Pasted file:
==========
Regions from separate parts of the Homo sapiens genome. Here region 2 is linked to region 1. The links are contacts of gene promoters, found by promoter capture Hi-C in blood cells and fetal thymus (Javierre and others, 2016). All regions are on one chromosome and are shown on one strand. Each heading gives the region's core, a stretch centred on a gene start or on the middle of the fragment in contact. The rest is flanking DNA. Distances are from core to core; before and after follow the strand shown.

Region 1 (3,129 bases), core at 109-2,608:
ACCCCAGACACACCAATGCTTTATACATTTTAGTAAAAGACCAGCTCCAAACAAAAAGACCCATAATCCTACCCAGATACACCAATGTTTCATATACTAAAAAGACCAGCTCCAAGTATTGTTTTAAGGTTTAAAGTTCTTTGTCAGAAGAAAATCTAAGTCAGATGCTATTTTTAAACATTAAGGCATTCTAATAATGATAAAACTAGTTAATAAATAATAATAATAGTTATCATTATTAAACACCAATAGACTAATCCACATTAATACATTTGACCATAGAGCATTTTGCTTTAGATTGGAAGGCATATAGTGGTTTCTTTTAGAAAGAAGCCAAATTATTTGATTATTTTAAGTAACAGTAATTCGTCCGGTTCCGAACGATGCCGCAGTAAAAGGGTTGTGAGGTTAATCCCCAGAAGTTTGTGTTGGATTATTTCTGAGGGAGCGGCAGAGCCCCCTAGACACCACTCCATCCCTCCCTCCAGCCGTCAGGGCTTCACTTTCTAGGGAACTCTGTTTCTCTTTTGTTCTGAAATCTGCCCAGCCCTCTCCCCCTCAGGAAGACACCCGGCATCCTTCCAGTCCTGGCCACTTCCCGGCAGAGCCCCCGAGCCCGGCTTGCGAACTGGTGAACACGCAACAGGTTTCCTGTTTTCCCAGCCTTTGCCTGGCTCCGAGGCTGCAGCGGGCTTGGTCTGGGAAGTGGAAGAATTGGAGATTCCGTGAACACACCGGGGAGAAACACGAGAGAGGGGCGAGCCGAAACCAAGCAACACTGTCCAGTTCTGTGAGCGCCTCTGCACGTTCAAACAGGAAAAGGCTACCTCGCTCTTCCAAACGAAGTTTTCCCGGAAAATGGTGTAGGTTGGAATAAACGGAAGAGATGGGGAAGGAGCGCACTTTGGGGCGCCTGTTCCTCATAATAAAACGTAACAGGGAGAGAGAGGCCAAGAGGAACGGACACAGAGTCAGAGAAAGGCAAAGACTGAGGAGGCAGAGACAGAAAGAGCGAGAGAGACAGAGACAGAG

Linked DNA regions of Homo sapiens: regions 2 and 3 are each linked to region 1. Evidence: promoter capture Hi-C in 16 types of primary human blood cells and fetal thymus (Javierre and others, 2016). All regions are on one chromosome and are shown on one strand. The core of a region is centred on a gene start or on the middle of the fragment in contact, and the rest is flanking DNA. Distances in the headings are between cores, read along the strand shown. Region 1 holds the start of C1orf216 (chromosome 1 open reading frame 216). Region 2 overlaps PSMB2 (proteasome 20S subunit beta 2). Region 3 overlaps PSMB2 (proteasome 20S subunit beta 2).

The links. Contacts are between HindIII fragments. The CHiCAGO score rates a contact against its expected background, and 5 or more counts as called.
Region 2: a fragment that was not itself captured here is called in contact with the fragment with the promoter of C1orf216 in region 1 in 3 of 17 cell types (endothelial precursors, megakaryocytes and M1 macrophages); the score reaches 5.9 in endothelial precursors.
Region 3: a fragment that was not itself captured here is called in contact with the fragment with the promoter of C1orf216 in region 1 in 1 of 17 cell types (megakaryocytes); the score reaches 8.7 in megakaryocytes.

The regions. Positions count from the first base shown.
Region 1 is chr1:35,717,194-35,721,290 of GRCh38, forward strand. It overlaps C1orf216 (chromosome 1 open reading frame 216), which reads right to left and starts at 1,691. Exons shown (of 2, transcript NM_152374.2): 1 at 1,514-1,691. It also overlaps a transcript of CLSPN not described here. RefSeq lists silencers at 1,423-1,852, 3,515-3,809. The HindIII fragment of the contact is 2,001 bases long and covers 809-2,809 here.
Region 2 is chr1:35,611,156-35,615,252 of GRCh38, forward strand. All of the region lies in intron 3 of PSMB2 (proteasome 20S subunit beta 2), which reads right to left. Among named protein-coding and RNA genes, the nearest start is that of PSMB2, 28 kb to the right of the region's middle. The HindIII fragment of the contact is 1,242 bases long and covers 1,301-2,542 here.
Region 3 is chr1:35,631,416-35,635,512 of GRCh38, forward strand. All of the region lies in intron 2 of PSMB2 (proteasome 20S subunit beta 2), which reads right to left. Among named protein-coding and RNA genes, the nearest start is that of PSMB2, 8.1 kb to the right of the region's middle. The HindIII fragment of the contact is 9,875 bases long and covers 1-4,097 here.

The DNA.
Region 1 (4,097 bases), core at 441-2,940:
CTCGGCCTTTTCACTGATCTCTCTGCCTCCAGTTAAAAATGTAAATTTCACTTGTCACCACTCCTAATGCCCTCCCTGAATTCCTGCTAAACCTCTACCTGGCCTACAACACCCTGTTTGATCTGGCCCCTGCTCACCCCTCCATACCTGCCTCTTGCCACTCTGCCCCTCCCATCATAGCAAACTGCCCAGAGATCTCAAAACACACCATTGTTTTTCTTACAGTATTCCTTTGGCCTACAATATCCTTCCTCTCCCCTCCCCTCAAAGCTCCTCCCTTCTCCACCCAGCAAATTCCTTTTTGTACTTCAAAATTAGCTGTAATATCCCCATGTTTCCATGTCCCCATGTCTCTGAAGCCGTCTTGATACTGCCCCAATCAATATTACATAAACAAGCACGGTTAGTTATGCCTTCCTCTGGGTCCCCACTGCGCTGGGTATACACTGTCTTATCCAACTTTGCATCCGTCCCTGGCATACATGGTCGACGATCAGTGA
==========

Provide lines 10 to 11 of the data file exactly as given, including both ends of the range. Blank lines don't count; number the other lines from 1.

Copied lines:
Region 2 is chr1:35,611,156-35,615,252 of GRCh38, forward strand. All of the region lies in intron 3 of PSMB2 (proteasome 20S subunit beta 2), which reads right to left. Among named protein-coding and RNA genes, the nearest start is that of PSMB2, 28 kb to the right of the region's middle. The HindIII fragment of the contact is 1,242 bases long and covers 1,301-2,542 here.
Region 3 is chr1:35,631,416-35,635,512 of GRCh38, forward strand. All of the region lies in intron 2 of PSMB2 (proteasome 20S subunit beta 2), which reads right to left. Among named protein-coding and RNA genes, the nearest start is that of PSMB2, 8.1 kb to the right of the region's middle. The HindIII fragment of the contact is 9,875 bases long and covers 1-4,097 here.